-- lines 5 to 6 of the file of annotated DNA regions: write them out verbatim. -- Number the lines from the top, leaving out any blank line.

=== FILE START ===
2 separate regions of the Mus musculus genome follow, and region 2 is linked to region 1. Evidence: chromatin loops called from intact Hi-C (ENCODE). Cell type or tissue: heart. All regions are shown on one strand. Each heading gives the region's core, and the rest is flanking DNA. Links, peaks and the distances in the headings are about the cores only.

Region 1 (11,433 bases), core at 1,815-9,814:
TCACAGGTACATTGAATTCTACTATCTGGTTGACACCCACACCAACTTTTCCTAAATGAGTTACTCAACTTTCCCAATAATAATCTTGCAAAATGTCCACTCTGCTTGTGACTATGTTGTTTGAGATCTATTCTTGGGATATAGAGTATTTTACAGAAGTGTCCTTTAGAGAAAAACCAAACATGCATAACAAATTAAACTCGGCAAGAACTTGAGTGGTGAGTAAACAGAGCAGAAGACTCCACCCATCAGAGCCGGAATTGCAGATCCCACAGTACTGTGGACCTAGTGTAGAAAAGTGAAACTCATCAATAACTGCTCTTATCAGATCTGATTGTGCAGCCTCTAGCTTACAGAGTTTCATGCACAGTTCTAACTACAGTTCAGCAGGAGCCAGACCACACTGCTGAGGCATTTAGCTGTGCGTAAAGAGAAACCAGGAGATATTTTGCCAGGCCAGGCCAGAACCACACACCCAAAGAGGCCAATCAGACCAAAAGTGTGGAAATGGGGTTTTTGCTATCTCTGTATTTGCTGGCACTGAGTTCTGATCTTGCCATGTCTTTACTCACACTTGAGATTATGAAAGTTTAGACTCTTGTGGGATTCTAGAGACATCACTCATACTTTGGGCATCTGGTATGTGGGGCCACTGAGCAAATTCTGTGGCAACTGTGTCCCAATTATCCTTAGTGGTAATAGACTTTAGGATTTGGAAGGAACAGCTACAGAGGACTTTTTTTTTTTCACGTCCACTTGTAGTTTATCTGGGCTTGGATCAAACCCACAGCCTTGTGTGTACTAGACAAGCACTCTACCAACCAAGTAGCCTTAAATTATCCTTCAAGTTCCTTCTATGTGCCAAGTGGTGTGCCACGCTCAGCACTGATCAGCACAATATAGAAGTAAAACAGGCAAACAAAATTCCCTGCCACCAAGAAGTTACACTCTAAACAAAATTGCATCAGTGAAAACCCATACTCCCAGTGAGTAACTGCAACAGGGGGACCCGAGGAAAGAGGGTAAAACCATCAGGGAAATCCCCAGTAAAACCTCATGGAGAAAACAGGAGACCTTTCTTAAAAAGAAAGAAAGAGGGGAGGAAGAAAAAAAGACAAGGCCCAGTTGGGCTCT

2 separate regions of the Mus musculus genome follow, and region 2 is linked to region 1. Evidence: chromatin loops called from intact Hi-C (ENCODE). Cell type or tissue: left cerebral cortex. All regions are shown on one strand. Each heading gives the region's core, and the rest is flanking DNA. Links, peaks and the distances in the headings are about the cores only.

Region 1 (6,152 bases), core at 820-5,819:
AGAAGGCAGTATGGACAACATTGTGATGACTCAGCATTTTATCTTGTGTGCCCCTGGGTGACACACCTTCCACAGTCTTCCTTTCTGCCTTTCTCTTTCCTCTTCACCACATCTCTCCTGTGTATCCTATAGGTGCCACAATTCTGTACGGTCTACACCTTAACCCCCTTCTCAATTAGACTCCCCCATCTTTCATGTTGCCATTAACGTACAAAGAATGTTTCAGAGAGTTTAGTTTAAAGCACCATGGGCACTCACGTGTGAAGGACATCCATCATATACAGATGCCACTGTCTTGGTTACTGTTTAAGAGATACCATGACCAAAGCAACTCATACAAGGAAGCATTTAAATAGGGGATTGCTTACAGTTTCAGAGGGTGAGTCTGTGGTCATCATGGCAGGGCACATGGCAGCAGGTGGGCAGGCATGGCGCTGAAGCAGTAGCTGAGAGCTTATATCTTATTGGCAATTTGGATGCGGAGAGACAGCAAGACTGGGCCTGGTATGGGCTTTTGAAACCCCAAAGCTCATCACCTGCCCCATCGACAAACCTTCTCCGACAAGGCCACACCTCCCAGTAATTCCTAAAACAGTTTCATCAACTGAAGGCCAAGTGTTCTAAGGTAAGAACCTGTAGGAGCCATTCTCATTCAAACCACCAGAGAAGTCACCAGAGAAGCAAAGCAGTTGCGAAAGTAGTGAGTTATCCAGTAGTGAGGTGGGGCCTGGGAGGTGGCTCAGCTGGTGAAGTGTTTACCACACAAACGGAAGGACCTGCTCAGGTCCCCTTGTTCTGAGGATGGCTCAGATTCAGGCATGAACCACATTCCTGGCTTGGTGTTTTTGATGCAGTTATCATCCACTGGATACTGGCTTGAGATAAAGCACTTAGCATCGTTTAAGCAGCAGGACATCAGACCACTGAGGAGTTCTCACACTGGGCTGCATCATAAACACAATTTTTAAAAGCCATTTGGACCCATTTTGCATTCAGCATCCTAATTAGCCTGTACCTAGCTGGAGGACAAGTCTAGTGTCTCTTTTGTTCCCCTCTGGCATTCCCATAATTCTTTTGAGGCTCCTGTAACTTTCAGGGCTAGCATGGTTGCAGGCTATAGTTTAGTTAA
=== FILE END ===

Region 1 (6,152 bases), core at 820-5,819:
AGAAGGCAGTATGGACAACATTGTGATGACTCAGCATTTTATCTTGTGTGCCCCTGGGTGACACACCTTCCACAGTCTTCCTTTCTGCCTTTCTCTTTCCTCTTCACCACATCTCTCCTGTGTATCCTATAGGTGCCACAATTCTGTACGGTCTACACCTTAACCCCCTTCTCAATTAGACTCCCCCATCTTTCATGTTGCCATTAACGTACAAAGAATGTTTCAGAGAGTTTAGTTTAAAGCACCATGGGCACTCACGTGTGAAGGACATCCATCATATACAGATGCCACTGTCTTGGTTACTGTTTAAGAGATACCATGACCAAAGCAACTCATACAAGGAAGCATTTAAATAGGGGATTGCTTACAGTTTCAGAGGGTGAGTCTGTGGTCATCATGGCAGGGCACATGGCAGCAGGTGGGCAGGCATGGCGCTGAAGCAGTAGCTGAGAGCTTATATCTTATTGGCAATTTGGATGCGGAGAGACAGCAAGACTGGGCCTGGTATGGGCTTTTGAAACCCCAAAGCTCATCACCTGCCCCATCGACAAACCTTCTCCGACAAGGCCACACCTCCCAGTAATTCCTAAAACAGTTTCATCAACTGAAGGCCAAGTGTTCTAAGGTAAGAACCTGTAGGAGCCATTCTCATTCAAACCACCAGAGAAGTCACCAGAGAAGCAAAGCAGTTGCGAAAGTAGTGAGTTATCCAGTAGTGAGGTGGGGCCTGGGAGGTGGCTCAGCTGGTGAAGTGTTTACCACACAAACGGAAGGACCTGCTCAGGTCCCCTTGTTCTGAGGATGGCTCAGATTCAGGCATGAACCACATTCCTGGCTTGGTGTTTTTGATGCAGTTATCATCCACTGGATACTGGCTTGAGATAAAGCACTTAGCATCGTTTAAGCAGCAGGACATCAGACCACTGAGGAGTTCTCACACTGGGCTGCATCATAAACACAATTTTTAAAAGCCATTTGGACCCATTTTGCATTCAGCATCCTAATTAGCCTGTACCTAGCTGGAGGACAAGTCTAGTGTCTCTTTTGTTCCCCTCTGGCATTCCCATAATTCTTTTGAGGCTCCTGTAACTTTCAGGGCTAGCATGGTTGCAGGCTATAGTTTAGTTAA